Tips for cleaning rope perches

Submitted by Avian Web on Wed, 05/21/2014 - 22:32

Naomi Zemont shared her cool methods for cleaning rope perches (originally published in the Avian Health Forum, reprinted with permission): @msn.com>

"We do something terribly unorthodox... but have had good luck in extending the life of our rope perches (including the aesthetic, as well as cleanliness factors).  We use one of those large net laundry bags, the kind we would use for sweaters to prevent them from winding-around other items in the washing machine. We fold the rope perch to fit inside, then soak the whole thing in an OxyClean/water solution in a tub overnight.@msn.com>

The next day, I simply stick it into the washer and wash as I would any clothing item (No fabric softener or bleach, though; We like keeping the chemicals to a minimum) @msn.com>

To dry? Another unorthodox solution: We bake them in the oven at about 170 until nice & dry. @msn.com>

We have rope perches that are several years old, and still look fairly presentable. @msn.com>

As for the metal and concerns the wire inside or on the ends might rust from the water? I'm pretty-sure the oven-method dries the metal enough so rust isn't encouraged. Hope this helps a bit. Naomi @msn.com>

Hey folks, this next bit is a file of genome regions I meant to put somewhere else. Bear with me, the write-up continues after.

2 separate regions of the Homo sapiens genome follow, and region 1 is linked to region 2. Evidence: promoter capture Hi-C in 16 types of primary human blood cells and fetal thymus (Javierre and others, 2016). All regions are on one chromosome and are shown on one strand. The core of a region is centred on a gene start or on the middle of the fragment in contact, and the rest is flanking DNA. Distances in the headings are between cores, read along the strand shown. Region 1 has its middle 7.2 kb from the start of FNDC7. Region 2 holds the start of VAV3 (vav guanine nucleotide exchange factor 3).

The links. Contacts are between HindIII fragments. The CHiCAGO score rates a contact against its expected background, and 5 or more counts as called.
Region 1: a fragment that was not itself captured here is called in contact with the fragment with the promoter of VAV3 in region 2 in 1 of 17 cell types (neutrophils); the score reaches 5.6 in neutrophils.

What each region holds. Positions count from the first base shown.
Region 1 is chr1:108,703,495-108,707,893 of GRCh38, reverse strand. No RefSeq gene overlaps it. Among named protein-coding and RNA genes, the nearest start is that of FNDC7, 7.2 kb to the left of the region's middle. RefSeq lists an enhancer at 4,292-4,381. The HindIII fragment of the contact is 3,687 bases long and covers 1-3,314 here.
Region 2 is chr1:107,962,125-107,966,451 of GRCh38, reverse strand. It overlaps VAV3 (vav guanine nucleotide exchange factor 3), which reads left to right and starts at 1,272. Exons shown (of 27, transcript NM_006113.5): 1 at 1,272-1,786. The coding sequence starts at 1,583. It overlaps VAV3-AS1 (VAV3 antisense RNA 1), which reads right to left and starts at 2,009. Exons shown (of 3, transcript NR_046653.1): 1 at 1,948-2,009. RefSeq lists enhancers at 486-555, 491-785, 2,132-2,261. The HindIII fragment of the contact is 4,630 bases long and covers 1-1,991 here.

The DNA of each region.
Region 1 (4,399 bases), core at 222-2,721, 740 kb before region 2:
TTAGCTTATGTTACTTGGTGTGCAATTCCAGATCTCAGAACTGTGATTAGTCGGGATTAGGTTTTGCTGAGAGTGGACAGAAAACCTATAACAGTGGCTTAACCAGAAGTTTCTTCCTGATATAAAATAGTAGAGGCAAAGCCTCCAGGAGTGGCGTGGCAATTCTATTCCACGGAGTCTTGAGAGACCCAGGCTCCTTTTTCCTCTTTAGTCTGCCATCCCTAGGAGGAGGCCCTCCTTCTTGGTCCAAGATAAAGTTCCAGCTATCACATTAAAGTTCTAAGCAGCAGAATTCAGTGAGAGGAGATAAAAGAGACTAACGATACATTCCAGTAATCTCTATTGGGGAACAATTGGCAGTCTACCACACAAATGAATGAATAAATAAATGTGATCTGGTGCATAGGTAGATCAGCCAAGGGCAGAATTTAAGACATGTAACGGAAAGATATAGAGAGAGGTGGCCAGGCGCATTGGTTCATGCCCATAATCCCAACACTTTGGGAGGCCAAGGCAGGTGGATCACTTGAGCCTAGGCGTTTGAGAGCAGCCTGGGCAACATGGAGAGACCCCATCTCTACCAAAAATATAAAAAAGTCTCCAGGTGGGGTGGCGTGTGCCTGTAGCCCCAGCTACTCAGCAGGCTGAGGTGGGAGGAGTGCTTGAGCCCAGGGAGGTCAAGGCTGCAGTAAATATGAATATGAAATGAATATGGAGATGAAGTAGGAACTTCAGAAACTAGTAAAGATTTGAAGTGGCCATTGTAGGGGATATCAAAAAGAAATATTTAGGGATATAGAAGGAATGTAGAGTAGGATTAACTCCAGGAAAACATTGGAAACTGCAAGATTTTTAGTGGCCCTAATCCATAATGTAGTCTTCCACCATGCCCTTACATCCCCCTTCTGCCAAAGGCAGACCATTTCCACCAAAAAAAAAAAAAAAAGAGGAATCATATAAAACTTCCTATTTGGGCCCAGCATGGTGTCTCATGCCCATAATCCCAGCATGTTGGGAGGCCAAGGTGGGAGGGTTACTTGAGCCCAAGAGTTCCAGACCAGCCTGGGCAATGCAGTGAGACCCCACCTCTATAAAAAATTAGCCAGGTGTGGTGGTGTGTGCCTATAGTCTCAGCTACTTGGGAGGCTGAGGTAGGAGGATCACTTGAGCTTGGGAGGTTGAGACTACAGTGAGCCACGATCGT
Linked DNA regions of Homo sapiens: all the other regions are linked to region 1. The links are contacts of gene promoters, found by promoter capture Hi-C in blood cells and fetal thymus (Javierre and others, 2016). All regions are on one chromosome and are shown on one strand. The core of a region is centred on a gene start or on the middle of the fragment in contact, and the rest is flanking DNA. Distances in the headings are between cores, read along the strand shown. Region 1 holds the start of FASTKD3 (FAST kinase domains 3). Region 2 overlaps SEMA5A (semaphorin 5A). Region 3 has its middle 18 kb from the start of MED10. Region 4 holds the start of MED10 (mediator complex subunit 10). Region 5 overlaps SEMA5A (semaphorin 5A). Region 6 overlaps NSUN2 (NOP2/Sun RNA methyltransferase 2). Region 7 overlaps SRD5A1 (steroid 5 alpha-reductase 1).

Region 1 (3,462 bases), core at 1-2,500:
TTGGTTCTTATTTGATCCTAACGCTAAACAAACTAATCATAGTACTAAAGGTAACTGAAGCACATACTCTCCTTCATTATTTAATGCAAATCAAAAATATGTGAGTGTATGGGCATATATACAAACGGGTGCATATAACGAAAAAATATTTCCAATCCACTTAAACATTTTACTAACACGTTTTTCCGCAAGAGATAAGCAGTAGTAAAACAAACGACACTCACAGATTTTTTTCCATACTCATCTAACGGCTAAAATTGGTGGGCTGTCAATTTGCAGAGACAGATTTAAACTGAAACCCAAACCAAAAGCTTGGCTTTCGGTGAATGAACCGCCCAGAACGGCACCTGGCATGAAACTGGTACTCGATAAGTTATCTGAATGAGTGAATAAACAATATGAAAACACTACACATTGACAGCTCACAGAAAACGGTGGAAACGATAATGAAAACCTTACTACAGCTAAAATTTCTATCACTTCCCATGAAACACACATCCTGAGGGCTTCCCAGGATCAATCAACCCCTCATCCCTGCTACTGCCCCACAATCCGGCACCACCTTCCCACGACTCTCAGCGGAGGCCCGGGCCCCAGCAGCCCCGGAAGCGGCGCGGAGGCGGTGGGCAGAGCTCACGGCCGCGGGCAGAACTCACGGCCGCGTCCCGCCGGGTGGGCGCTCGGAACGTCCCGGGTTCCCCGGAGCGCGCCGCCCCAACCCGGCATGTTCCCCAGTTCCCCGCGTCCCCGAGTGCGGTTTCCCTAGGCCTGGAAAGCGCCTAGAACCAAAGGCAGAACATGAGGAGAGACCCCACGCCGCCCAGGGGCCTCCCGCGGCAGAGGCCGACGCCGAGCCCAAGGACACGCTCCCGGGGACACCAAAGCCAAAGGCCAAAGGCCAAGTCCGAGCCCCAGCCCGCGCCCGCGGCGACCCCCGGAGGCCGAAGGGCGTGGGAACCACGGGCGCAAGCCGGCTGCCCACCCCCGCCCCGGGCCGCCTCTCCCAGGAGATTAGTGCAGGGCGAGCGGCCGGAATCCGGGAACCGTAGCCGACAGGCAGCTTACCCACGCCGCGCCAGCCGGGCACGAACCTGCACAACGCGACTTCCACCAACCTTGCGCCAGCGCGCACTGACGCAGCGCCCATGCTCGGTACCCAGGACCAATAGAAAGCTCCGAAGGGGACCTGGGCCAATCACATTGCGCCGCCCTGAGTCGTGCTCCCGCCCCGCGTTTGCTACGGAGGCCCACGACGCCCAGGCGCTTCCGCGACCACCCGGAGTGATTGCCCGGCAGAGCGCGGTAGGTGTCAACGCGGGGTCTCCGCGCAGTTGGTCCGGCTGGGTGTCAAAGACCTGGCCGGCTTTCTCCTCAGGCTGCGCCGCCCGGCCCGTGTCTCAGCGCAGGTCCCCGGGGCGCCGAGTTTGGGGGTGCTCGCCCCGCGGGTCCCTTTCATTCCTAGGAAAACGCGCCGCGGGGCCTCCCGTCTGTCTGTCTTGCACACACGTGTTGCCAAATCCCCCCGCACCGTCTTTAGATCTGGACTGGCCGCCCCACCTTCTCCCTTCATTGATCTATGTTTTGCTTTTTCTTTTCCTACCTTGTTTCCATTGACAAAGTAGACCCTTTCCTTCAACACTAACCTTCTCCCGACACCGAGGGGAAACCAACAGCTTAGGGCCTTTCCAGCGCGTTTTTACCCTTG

PS: I'd like to add a little bit about the oven-drying piece: The fibers of your rope perch may feel a bit 'stiff' after drying in the oven (or in the sunshine... whatever) * If you'd prefer it feeling softer, all you need to do is take the (now-dry) rope perch, put it back into the net bag and then shove it into the dryer at low/medium for about 10 minutes. This action will put-back some of the 'fluff' into the fibers; Cool, huh? >> The (DRY) perch ~when exposed to the tumble-dryer heat~ won't shrink, I promise. And by the way, in case you're curious: Yeah, we've tried tumble-drying washed & still-wet rope perches. It was brutal. Some of the rope became kind of unwound & frayed, and the threads/fibers shrank. This is how we discovered using the low-temp oven method to dry them without them becoming mauled. And? Once they're dry? The potential for unwinding/fraying seems to no longer be an issue, and we already knew that dry material/fibers don't shrink, so all was well while fluffing them out. Naomi " @msn.com>

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